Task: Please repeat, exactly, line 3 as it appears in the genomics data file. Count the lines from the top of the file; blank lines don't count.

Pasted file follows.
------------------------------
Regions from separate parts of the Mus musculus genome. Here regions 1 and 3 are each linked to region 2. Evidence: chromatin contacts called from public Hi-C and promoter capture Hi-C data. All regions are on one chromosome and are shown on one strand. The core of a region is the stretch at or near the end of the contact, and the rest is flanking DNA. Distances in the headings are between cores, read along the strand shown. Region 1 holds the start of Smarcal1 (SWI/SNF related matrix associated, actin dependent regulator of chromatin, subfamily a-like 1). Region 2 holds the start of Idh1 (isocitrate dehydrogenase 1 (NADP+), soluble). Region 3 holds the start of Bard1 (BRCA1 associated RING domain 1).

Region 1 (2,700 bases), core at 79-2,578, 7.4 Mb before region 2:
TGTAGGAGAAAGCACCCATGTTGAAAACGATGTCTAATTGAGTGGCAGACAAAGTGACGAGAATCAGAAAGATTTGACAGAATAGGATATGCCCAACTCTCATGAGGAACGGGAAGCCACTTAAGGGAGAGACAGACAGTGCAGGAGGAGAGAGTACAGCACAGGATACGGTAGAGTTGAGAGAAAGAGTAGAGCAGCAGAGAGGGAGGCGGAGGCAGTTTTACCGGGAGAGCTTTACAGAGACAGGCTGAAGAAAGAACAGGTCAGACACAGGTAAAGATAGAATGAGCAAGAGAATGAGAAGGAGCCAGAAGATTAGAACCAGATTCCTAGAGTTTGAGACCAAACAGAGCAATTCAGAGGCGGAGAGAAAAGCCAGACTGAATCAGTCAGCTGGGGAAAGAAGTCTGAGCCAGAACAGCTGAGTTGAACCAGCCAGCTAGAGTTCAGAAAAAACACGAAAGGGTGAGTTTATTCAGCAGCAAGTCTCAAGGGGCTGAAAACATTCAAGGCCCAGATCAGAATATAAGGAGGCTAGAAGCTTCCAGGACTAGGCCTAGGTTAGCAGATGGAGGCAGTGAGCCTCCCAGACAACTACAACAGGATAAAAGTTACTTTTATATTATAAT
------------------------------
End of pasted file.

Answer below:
TGTAGGAGAAAGCACCCATGTTGAAAACGATGTCTAATTGAGTGGCAGACAAAGTGACGAGAATCAGAAAGATTTGACAGAATAGGATATGCCCAACTCTCATGAGGAACGGGAAGCCACTTAAGGGAGAGACAGACAGTGCAGGAGGAGAGAGTACAGCACAGGATACGGTAGAGTTGAGAGAAAGAGTAGAGCAGCAGAGAGGGAGGCGGAGGCAGTTTTACCGGGAGAGCTTTACAGAGACAGGCTGAAGAAAGAACAGGTCAGACACAGGTAAAGATAGAATGAGCAAGAGAATGAGAAGGAGCCAGAAGATTAGAACCAGATTCCTAGAGTTTGAGACCAAACAGAGCAATTCAGAGGCGGAGAGAAAAGCCAGACTGAATCAGTCAGCTGGGGAAAGAAGTCTGAGCCAGAACAGCTGAGTTGAACCAGCCAGCTAGAGTTCAGAAAAAACACGAAAGGGTGAGTTTATTCAGCAGCAAGTCTCAAGGGGCTGAAAACATTCAAGGCCCAGATCAGAATATAAGGAGGCTAGAAGCTTCCAGGACTAGGCCTAGGTTAGCAGATGGAGGCAGTGAGCCTCCCAGACAACTACAACAGGATAAAAGTTACTTTTATATTATAAT